By Russ Ramsey
Take me to the most glorious place on earth and I can promise you this: at some point I will long to go back home.
One of the realities we celebrate when we think about the implications of Jesus’ resurrection is how all things will be made new. In Scripture, we read about how there will be a new heavens and a new earth, and how we will have glorified bodies.
Perhaps you’ve wondered, as I have, if this means that in the life to come we’ll have the wisdom of the aged, bodies of 21 year olds, the metabolism of 12 year olds, and the energy of children. It can be fun to try to imagine what our eternal destiny as the children of God will be like—the geography, the city of God, our glorified bodies, and the sweetness of a “New Earth” sun-ripened peach.
But we make a mistake if we think of our eternal destiny like a vacation at the beach rather than our home.
A number of years ago, my parents moved from the Midwest to an island on the Atlantic coast. At least once a year my wife and I load the kids into the car and drive out for a week with my folks on the beach—a glorious, relaxing, and funky-smelling magical land of sunburned noses, fresh seafood, playful dolphins, and moonlit beach walks.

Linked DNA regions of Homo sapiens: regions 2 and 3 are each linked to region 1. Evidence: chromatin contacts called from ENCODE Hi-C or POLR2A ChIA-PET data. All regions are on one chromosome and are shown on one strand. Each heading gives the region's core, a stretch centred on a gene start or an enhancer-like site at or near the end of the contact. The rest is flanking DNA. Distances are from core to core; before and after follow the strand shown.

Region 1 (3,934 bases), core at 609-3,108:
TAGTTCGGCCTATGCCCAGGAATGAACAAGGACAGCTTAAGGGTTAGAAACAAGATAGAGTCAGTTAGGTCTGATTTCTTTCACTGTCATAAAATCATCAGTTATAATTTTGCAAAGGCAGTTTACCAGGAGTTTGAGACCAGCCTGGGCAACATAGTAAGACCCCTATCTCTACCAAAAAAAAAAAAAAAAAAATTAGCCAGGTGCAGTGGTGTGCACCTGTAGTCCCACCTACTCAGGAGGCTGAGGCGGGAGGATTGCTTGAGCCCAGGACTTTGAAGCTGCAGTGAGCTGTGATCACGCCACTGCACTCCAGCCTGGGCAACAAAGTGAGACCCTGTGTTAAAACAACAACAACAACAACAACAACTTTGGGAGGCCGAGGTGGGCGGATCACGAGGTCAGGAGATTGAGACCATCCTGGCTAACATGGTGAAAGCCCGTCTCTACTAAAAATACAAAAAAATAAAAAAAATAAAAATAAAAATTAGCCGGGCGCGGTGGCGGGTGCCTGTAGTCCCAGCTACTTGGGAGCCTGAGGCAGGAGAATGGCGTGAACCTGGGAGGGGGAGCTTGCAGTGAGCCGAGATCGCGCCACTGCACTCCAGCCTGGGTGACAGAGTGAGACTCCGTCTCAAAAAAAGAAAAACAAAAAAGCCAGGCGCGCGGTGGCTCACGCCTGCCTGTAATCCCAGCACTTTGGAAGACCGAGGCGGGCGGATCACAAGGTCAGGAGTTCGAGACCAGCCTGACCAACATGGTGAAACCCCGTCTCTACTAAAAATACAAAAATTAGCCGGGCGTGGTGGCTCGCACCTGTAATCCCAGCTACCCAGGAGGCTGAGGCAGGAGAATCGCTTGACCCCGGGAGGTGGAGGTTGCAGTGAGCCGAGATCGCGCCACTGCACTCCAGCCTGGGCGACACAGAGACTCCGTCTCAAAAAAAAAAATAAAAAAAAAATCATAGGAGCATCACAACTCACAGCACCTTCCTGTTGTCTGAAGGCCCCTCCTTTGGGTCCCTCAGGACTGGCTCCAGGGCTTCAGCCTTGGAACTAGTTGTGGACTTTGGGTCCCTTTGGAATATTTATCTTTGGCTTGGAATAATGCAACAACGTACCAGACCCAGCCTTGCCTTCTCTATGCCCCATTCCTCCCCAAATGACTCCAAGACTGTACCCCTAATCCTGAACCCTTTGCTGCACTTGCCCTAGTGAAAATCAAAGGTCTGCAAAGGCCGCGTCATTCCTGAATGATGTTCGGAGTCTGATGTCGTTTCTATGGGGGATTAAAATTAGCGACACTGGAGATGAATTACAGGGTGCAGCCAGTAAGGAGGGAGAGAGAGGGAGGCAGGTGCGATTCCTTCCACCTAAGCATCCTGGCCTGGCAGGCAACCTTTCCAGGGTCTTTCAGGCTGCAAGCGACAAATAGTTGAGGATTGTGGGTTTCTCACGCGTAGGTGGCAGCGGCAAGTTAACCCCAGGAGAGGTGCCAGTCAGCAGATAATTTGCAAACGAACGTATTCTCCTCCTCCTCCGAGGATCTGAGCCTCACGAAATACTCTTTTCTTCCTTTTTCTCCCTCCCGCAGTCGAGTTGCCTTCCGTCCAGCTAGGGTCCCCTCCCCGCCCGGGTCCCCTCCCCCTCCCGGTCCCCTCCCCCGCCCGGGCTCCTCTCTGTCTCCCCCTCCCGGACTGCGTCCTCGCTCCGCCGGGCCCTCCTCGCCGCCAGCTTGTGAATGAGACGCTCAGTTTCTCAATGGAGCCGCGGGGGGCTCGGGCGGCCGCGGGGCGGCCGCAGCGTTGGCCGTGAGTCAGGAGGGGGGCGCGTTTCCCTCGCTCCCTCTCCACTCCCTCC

But guess what happens after we’ve been there for a while? We start to feel a hunger for home. For all the beauty, fun, and relaxation the beach has to offer, the place itself cannot capture our hearts the way home has. Why is this? Because home isn’t just where we keep our things. It is where we experience life. Our friends are there. Our work. Our church. And so also our struggles. Our worries. Our routines.
Home is where we belong. Home is where we see the flaws in our friends and the cracks in our city’s foundation. It is where we wound each other and then consider whether or not to circle back and pursue healing. This side of glory, home is the place where people most clearly see what Paul describes as my corruption, dishonor, and weakness (1 Cor. 15:42-43). In other words, my home is where people most clearly see me as I really am.
But today’s passages remind us that just as heaven and earth will be made new, so will we be made new. This is our eternal destiny. The life to come will not be an extended vacation in a place that is not our home. We will belong in a way unlike anything we have ever known.
This is one of the most glorious implications of the resurrection of Jesus: we whose lives are joined to Him in His death and resurrection will ourselves be changed—in such a way that we will be a perfect match for all the glory the new heavens and new earth call for.
Just as heaven and earth will be made new—so will we. Not just our bodies, but our hearts and perspectives too. If our faith is in Christ, this is our eternal destiny. We will not be tourists in God’s eternal glory—but residents. We will be home.
Written By Russ Ramsey